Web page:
The (Continued) Importance of Naming the Correct Inventors on U.S. Patent Applications

In our experience, many clients are under the impression that the naming of inventors on a patent application is discretionary and that they can simply select whom they wish to name.  We have seen situations where, for internal political reasons,  someone wants to name or omit inventors.   

The listing of inventors on a U.S. patent application is not a discretionary act.  You must name those – and only those—individuals who contributed to the conception and/or reduction to practice of at least one claim in the patent application.  In the latter case, those who are simply acting at the instruction of others to build prototypes or conduct testing would likely not qualify. Also, those who simply contribute knowledge about the state of the art or well-known concepts would not qualify.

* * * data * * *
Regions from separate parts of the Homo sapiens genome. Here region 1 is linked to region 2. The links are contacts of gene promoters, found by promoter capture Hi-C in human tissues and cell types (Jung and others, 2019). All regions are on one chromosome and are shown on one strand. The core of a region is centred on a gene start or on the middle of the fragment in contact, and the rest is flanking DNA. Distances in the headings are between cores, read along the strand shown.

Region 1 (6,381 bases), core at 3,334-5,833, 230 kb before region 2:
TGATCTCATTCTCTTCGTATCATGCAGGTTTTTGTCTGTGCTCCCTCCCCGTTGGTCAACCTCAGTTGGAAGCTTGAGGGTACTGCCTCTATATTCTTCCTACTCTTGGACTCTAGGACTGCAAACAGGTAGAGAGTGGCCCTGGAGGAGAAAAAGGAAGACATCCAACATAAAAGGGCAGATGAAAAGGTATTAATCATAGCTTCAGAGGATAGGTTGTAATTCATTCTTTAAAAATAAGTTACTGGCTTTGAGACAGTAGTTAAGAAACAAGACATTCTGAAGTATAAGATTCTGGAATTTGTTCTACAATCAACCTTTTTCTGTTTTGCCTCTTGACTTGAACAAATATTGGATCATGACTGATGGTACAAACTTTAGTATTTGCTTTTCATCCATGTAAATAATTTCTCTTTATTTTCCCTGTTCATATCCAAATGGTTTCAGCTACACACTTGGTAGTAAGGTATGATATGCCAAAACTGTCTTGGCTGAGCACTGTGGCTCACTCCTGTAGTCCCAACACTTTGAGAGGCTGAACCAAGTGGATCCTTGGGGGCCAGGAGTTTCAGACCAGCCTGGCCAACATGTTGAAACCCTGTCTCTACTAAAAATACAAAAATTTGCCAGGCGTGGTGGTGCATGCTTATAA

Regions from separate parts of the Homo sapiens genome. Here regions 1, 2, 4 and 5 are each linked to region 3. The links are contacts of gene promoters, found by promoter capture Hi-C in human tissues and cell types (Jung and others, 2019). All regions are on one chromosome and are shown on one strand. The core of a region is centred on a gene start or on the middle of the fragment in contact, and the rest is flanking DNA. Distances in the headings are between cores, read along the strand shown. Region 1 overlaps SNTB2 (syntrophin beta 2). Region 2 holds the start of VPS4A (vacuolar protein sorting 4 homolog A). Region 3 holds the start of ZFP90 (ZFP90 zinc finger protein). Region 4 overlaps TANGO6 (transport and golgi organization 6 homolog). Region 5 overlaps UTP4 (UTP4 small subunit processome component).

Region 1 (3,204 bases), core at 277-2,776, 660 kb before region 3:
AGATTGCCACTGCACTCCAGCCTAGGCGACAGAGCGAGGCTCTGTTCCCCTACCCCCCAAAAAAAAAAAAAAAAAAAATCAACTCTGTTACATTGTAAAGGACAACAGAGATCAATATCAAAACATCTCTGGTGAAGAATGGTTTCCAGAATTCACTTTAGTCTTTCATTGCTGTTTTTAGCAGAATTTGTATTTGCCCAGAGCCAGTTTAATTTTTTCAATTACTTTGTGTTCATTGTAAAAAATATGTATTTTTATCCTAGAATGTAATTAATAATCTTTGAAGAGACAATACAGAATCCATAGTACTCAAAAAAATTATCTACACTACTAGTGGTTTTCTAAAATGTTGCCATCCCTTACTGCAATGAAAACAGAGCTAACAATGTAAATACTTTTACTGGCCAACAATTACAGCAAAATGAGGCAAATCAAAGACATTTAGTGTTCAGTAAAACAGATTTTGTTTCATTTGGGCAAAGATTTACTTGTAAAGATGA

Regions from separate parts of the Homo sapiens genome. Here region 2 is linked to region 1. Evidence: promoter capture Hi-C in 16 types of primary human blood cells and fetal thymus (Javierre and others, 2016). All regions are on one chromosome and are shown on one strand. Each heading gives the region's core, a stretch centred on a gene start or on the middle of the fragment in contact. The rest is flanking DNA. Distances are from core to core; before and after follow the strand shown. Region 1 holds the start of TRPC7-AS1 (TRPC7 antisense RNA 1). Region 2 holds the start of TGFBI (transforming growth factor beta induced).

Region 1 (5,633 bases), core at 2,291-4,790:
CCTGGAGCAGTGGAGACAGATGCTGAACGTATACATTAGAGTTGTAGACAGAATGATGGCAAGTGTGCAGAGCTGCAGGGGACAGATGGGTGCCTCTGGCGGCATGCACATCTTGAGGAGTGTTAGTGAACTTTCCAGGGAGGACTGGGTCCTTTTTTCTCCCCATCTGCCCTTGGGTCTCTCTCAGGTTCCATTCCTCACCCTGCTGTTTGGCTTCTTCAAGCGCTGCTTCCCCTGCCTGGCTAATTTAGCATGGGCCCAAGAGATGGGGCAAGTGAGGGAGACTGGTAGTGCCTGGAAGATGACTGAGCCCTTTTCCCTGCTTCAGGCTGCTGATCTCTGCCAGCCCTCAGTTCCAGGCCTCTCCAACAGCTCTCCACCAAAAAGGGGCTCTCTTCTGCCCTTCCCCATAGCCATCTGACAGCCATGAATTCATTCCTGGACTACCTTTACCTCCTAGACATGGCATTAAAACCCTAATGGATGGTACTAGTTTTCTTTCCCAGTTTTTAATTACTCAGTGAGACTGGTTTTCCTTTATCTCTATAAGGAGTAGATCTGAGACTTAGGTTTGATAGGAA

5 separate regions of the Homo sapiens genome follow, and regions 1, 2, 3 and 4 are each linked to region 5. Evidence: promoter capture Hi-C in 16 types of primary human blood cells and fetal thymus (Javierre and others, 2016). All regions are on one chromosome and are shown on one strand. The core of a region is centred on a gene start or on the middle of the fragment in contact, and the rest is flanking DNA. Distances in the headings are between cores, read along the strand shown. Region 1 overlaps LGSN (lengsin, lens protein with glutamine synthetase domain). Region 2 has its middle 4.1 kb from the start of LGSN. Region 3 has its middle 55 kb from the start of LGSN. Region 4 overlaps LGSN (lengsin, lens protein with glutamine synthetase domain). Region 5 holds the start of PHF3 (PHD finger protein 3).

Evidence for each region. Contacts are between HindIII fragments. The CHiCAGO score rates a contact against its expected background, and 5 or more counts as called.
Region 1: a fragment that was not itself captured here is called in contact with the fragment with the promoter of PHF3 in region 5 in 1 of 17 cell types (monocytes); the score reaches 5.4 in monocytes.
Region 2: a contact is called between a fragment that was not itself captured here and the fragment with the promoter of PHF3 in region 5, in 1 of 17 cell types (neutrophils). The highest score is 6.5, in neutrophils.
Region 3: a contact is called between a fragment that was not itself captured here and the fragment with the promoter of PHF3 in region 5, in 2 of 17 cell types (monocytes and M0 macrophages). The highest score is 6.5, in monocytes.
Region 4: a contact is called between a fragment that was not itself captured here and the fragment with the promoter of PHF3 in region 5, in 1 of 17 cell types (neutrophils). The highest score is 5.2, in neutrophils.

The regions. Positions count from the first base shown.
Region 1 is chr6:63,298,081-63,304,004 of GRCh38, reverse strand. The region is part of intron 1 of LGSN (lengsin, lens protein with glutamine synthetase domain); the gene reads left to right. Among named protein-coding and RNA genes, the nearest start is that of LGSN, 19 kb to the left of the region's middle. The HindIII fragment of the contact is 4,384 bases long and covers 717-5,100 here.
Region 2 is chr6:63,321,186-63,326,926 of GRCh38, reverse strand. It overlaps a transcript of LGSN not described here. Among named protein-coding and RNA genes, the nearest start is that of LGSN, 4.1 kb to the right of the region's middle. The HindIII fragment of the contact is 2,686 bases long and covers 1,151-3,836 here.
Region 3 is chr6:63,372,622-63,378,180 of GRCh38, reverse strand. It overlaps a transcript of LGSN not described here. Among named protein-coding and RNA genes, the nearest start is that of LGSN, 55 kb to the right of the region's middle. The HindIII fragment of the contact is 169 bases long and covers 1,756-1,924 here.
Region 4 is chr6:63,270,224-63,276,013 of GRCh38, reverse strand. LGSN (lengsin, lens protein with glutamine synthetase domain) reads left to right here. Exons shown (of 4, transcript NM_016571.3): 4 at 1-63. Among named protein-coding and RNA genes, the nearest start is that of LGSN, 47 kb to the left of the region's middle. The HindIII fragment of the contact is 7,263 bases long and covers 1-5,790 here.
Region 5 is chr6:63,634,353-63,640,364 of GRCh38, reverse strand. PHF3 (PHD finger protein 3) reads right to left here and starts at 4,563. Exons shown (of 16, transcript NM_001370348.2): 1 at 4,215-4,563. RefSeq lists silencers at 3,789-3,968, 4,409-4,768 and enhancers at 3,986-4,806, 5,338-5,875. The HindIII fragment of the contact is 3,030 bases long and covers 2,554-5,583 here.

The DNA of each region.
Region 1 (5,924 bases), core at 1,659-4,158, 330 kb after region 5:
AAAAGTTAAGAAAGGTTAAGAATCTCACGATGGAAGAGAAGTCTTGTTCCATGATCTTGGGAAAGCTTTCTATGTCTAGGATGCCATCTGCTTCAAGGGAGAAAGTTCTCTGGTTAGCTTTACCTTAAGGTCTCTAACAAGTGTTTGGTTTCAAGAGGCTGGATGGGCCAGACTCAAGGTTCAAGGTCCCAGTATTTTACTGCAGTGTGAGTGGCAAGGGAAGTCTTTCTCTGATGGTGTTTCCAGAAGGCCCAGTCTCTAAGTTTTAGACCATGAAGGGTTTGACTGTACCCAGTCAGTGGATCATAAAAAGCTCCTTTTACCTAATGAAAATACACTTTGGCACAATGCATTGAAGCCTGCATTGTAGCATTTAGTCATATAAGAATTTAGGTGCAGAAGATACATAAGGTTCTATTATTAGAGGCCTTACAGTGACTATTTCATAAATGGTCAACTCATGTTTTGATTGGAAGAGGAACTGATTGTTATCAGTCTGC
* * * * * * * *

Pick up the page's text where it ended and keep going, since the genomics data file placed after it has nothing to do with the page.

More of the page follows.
It is arguably an open issue as to whether improper inventorship remains a basis for invalidating a U.S. patent.  Before the America Invents Act went into force in 2012, the Patent Statute included a specific provision (35 USC 102(f)) that provided for patent invalidation based on the improper naming of inventors.  Although that section has been removed, some district courts have relied on a different part of the statute (35 USC 100) to conclude that improper inventorship remains a basis for invalidating a patent. Until the Federal Circuit Court of Appeals or the Supreme Court concludes otherwise, the safest approach is to name only those who actually invented at least one claim in the application.

The test for inventorship is somewhat murky and difficult to apply.  It is a good idea to discuss the contributions of the involved individuals with patent counsel.  Some clients make this a formal process before filing their applications.